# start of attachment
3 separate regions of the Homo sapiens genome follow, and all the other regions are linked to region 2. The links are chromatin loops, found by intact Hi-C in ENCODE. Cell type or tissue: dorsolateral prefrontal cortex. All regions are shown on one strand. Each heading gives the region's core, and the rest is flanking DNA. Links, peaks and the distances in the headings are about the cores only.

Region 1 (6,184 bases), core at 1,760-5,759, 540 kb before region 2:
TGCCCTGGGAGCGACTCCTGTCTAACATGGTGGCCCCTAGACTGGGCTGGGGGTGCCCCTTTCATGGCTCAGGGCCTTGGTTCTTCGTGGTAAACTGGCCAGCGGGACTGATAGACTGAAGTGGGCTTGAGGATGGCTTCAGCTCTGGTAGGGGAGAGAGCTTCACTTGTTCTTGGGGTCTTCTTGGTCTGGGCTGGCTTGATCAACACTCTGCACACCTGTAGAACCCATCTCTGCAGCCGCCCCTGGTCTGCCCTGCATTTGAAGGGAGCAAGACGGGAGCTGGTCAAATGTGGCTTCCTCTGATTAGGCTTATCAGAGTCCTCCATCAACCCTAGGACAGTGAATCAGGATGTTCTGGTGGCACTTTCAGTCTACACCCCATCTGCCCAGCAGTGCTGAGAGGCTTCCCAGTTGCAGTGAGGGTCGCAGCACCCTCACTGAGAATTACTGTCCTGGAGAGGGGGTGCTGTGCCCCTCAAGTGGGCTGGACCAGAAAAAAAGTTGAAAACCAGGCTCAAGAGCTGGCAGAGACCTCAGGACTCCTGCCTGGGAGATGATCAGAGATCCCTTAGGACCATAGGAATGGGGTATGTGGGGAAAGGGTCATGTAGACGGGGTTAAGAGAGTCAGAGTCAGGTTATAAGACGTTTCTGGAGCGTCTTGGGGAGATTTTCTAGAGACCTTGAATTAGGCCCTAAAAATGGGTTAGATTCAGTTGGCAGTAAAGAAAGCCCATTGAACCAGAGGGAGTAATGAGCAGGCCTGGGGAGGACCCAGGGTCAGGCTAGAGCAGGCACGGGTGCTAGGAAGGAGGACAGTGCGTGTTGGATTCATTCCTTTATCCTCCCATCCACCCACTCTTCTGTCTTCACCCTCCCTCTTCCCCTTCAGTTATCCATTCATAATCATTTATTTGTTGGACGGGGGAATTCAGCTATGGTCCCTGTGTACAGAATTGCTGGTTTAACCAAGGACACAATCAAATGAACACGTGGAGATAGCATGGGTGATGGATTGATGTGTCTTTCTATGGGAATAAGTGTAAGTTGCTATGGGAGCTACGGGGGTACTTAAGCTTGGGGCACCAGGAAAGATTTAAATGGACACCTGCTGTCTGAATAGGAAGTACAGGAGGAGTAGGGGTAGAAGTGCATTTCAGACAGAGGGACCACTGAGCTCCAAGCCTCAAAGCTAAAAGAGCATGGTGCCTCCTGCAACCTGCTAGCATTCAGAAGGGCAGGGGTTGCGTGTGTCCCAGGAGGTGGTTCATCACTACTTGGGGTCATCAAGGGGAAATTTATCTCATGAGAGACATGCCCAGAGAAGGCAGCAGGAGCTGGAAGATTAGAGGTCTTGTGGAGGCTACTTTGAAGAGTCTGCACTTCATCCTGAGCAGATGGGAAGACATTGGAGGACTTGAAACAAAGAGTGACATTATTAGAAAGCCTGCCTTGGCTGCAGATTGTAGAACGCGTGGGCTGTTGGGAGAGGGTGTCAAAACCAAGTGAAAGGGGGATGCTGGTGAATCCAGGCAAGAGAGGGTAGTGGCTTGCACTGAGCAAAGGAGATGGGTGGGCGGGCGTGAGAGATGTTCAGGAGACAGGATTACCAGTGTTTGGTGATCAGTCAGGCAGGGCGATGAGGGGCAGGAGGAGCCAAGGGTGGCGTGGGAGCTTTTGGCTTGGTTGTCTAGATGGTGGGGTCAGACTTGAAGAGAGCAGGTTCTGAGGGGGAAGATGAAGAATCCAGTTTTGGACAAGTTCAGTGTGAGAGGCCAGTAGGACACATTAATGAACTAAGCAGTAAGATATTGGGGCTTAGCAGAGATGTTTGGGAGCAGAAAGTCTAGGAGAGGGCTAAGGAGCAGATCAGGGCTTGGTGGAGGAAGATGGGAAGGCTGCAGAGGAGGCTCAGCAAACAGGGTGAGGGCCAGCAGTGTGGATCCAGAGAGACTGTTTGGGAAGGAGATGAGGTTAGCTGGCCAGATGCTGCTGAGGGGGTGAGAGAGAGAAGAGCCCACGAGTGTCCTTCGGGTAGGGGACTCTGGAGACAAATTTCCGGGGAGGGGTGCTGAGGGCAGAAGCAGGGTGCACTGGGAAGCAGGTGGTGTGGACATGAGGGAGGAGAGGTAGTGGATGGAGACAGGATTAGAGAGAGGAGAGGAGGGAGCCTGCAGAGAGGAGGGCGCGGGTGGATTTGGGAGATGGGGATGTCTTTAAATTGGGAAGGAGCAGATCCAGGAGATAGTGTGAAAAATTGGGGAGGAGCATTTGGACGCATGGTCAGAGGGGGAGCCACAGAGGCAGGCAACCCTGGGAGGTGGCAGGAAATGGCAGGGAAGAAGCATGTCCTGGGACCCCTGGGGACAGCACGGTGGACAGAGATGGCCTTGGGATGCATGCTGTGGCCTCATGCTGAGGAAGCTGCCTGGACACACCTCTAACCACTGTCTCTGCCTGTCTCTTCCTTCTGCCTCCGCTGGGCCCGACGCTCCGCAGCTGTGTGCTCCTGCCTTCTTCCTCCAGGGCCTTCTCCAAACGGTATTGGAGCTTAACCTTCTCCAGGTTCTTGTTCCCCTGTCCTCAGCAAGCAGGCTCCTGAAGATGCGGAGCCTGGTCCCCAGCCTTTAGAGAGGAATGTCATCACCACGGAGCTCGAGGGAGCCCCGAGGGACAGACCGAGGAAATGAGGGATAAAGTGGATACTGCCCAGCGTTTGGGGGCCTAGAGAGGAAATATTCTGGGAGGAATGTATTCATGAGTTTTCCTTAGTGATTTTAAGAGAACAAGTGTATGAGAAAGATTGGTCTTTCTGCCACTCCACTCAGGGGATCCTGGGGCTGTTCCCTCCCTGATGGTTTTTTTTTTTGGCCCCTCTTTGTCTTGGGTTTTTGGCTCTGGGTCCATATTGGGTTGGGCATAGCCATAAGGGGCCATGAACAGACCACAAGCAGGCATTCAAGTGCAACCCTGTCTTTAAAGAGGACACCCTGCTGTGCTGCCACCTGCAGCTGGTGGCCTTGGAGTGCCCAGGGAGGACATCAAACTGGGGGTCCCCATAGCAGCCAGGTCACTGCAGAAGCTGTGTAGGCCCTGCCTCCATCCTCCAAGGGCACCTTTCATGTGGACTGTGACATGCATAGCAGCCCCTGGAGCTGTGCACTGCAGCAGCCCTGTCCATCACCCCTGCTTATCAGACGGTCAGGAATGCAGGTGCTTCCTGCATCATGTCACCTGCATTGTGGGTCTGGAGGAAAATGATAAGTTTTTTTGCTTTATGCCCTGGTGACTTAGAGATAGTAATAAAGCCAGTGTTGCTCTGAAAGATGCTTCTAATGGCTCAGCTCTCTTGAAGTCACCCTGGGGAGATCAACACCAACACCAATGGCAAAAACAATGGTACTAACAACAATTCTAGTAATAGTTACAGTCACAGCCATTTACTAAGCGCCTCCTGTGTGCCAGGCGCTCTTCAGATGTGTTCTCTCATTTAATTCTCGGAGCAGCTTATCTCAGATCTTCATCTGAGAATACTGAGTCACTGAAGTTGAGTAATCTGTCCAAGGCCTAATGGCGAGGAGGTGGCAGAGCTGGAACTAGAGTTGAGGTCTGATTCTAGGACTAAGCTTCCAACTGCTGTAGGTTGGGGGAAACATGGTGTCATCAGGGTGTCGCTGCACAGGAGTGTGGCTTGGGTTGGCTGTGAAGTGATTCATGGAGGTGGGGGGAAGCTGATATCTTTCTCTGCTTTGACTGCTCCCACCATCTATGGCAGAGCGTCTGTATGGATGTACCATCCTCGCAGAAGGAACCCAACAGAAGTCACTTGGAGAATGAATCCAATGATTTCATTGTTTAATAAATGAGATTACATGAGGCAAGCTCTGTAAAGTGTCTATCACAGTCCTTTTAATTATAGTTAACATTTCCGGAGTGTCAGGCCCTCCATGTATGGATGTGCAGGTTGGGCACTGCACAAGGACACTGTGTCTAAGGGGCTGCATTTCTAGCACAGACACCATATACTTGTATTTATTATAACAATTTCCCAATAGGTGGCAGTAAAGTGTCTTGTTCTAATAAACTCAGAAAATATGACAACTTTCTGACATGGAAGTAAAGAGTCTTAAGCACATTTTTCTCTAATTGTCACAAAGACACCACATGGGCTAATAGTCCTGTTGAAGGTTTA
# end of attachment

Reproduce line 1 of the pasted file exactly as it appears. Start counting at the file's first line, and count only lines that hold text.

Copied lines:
3 separate regions of the Homo sapiens genome follow, and all the other regions are linked to region 2. The links are chromatin loops, found by intact Hi-C in ENCODE. Cell type or tissue: dorsolateral prefrontal cortex. All regions are shown on one strand. Each heading gives the region's core, and the rest is flanking DNA. Links, peaks and the distances in the headings are about the cores only.